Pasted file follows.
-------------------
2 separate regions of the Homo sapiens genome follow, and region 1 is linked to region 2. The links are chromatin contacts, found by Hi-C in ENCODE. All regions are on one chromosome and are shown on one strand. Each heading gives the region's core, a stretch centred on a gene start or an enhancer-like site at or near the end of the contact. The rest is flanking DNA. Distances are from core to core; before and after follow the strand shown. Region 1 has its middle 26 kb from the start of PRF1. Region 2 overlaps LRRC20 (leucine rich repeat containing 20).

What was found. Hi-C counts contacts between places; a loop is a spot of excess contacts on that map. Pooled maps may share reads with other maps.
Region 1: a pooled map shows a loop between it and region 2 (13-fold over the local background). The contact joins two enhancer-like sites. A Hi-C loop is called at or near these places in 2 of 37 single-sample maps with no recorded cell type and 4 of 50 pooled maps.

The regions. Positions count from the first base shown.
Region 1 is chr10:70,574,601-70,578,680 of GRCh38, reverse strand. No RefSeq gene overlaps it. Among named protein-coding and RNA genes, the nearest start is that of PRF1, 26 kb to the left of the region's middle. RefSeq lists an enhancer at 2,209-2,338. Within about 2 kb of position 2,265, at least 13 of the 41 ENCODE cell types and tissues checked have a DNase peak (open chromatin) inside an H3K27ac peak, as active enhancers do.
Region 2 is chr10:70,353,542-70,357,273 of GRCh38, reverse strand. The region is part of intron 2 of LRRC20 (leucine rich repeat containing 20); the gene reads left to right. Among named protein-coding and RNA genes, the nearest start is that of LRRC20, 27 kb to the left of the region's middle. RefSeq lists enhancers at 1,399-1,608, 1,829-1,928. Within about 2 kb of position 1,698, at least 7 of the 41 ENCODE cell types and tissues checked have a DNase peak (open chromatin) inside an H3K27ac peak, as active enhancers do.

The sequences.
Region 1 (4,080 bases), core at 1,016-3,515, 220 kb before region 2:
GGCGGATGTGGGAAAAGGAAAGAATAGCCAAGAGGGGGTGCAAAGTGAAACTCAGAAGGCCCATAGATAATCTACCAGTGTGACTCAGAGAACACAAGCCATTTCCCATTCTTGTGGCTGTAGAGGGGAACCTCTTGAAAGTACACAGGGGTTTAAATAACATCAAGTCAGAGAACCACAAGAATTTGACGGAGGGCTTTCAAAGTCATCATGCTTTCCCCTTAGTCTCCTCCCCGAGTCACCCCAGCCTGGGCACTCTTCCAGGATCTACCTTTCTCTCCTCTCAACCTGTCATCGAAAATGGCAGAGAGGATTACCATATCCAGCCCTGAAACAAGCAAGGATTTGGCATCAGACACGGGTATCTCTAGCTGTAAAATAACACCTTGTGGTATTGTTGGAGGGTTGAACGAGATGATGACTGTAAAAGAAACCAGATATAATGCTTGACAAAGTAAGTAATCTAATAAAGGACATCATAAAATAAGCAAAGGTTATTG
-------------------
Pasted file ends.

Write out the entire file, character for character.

2 separate regions of the Homo sapiens genome follow, and region 1 is linked to region 2. The links are chromatin contacts, found by Hi-C in ENCODE. All regions are on one chromosome and are shown on one strand. Each heading gives the region's core, a stretch centred on a gene start or an enhancer-like site at or near the end of the contact. The rest is flanking DNA. Distances are from core to core; before and after follow the strand shown. Region 1 has its middle 26 kb from the start of PRF1. Region 2 overlaps LRRC20 (leucine rich repeat containing 20).

What was found. Hi-C counts contacts between places; a loop is a spot of excess contacts on that map. Pooled maps may share reads with other maps.
Region 1: a pooled map shows a loop between it and region 2 (13-fold over the local background). The contact joins two enhancer-like sites. A Hi-C loop is called at or near these places in 2 of 37 single-sample maps with no recorded cell type and 4 of 50 pooled maps.

The regions. Positions count from the first base shown.
Region 1 is chr10:70,574,601-70,578,680 of GRCh38, reverse strand. No RefSeq gene overlaps it. Among named protein-coding and RNA genes, the nearest start is that of PRF1, 26 kb to the left of the region's middle. RefSeq lists an enhancer at 2,209-2,338. Within about 2 kb of position 2,265, at least 13 of the 41 ENCODE cell types and tissues checked have a DNase peak (open chromatin) inside an H3K27ac peak, as active enhancers do.
Region 2 is chr10:70,353,542-70,357,273 of GRCh38, reverse strand. The region is part of intron 2 of LRRC20 (leucine rich repeat containing 20); the gene reads left to right. Among named protein-coding and RNA genes, the nearest start is that of LRRC20, 27 kb to the left of the region's middle. RefSeq lists enhancers at 1,399-1,608, 1,829-1,928. Within about 2 kb of position 1,698, at least 7 of the 41 ENCODE cell types and tissues checked have a DNase peak (open chromatin) inside an H3K27ac peak, as active enhancers do.

The sequences.
Region 1 (4,080 bases), core at 1,016-3,515, 220 kb before region 2:
GGCGGATGTGGGAAAAGGAAAGAATAGCCAAGAGGGGGTGCAAAGTGAAACTCAGAAGGCCCATAGATAATCTACCAGTGTGACTCAGAGAACACAAGCCATTTCCCATTCTTGTGGCTGTAGAGGGGAACCTCTTGAAAGTACACAGGGGTTTAAATAACATCAAGTCAGAGAACCACAAGAATTTGACGGAGGGCTTTCAAAGTCATCATGCTTTCCCCTTAGTCTCCTCCCCGAGTCACCCCAGCCTGGGCACTCTTCCAGGATCTACCTTTCTCTCCTCTCAACCTGTCATCGAAAATGGCAGAGAGGATTACCATATCCAGCCCTGAAACAAGCAAGGATTTGGCATCAGACACGGGTATCTCTAGCTGTAAAATAACACCTTGTGGTATTGTTGGAGGGTTGAACGAGATGATGACTGTAAAAGAAACCAGATATAATGCTTGACAAAGTAAGTAATCTAATAAAGGACATCATAAAATAAGCAAAGGTTATTG